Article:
have been selected from countries that share similarities in democratic structure,
experiences of crime and globalization and experimentation with forms of policing
that seek to enhance citizen engagement with policing and the role of victims
within the criminal justice system. The examples serve as illustrations of what
1 J.Q. Wilson & G. Kelling, Broken Windows: The Police and Neighbourhood Safety, 249 The Atlantic
Monthly, 29–38 (1982).
2 G.S. Bajpai, Locating the Crime Victim in Criminal Procedure Ideologies. SSRN (2013) available at (last visited 4 April 2018); M. Foucault,
Governmentality, in The Foucault Effect: Studies in Governmentality 87–104 (Burchell, Gordon &
Miller eds, University of Chicago Press, Chicago 1991).
3 G. Farrall, How Victim-Oriented is Policing? in Tenth International Symposium on Victimology:
Selected Symposium Proceedings (Gaudreault & Waller eds, 2001).
4 S. Cohen, Visions of Social Control (Polity Press, 1985).

Paterson and Williams 87
victim-oriented police reform could look like but, first, it is necessary to briefly
review the conceptual literature on policing.
What Is Policing?
The Anglo-American model of policing that developed throughout the nineteenth
century continues to influence developments in professional policing across the
globe. Despite this, the limitations of the common law model for the development
of victim-oriented policing are rarely explored in any detail. Bajpai’s5 victimo-
logical critique of common law criminal processes addresses this issue in brief but
few Western studies have explored the challenge of doing victim-oriented policing
other than through critiques of community policing (for an overview, refer
Skogan6). Manning7 argues this is because Western policing studies have developed
in a largely a theoretical manner that rarely engages with the underlying philosophical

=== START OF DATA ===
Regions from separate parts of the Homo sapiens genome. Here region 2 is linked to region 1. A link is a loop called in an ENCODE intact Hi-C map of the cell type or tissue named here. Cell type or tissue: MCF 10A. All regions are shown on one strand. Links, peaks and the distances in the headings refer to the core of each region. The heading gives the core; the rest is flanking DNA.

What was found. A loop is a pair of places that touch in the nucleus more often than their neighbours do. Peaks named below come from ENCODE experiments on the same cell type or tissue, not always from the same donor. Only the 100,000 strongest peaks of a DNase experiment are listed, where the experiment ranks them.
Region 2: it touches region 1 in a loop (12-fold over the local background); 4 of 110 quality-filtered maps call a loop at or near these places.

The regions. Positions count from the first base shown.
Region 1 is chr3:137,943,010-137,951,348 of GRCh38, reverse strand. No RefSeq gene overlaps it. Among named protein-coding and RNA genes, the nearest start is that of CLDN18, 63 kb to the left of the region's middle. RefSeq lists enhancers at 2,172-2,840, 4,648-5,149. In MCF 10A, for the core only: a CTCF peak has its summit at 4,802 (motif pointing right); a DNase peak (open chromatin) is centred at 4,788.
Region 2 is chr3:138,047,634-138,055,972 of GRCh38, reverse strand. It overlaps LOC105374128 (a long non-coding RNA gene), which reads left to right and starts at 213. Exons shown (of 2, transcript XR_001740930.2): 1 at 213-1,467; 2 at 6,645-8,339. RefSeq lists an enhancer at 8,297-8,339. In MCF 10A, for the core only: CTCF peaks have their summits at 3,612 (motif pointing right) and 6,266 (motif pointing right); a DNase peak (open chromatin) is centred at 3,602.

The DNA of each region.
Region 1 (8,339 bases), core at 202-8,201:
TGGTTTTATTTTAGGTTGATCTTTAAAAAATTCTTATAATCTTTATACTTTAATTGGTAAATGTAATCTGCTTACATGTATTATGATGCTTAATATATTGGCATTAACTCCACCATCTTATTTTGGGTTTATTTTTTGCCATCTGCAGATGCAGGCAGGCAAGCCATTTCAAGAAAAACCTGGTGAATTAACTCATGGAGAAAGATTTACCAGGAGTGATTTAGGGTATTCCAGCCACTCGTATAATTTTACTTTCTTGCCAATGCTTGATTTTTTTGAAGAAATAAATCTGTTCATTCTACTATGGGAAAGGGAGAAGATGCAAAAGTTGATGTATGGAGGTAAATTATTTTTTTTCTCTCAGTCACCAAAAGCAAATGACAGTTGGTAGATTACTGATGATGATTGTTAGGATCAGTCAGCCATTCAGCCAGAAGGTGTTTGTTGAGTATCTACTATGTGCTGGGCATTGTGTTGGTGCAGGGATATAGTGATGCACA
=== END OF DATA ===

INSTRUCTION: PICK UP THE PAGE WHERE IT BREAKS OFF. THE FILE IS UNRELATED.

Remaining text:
assumptions that direct thinking about policing. This may explain the absence of
victimological viewpoints. Most importantly, this article argues that this absence
of critical engagement with conceptualizations of policing has direct implications
for policy development and police practice. This absence of conceptual thinking
is particularly evident in policing policy transfer to post-colonial or post-conflict
contexts where the arrival of Western policing models, strategies and tactics that
encourage citizen engagement and victim assistance struggle to flourish in the
context of different policing structures, governance and culture.8 This prioritization
of police function ahead of policing conceptualization also provides challenges
for police reform in the individual societies that are the focus of this article.
These challenges are evident in the frustrated appeals for a review of the police role
and function in England and Wales,9 the persistent calls for reform of the Indian
Police10 and the establishment of the Buenos Aires Metropolitan Police in 2010.11
This article draws together the similar challenges faced by these jurisdictions
5 Supra note 2.
6 W. Skogan, Why Reforms Fail, 18 Polic. Soc. 23–34 (2008).
7 P. Manning, The Study of Policing, 8 Police Q. 23–43 (2005); P. Manning, Democratic Policing in a
Changing World (Paradigm Publishing, 2010).
8 See, for example, J. Honke & M. Muller, The Global Making of Policing: Postcolonial Perspectives
(Routledge, 2016); V. Kapoor, Access to justice as the pariah of the development rhetoric: Critical
evaluation of governance and policing through the human-rights based approach to development.
Paper presented at the 5th Annual Conference of the Asian Criminological Society (14–16 April
2013). Tata Institute for the Social Sciences, Mumbai; J. Tankebe, In Search of Moral Recognition?
Policing and Eudaemonic Legitimacy in Ghana, 38 Law Soc. Inq. 576–597 (2013); A. Williams,
Policing and Society in the 2001 Era: Model Development and the Transferability of Western Models
to Arab Islamic States. Unpublished MPhil thesis. University of Cumbria (2014).
9 Independent Police Commission, The Stevens Report: Policing for a Better Britain (The Labour
Party, 2014); H. Orde, The Future of Policing: Reform (2014) available at
content/uploads/2014/11/The-future-of-policing.pdf (last visited 4 April 2018).
10 B. Jauregui, If the Constable Could Speak: Notes on a Continuing Failure to Secure the Masses
and Reform Police in India. India in Transition (2009) available at
Jauregui (last visited 4 April 2018); A. Verma, The Indian Police: A Critical Evaluation (Regency
Publications, 2005).
11 C. Paterson & K. Clamp, Innovating Responses to Managing Risk: Exploring the Potential of a
Victim-focused Policing Strategy, 8 Polic.: J. Policy Pract., 51–58...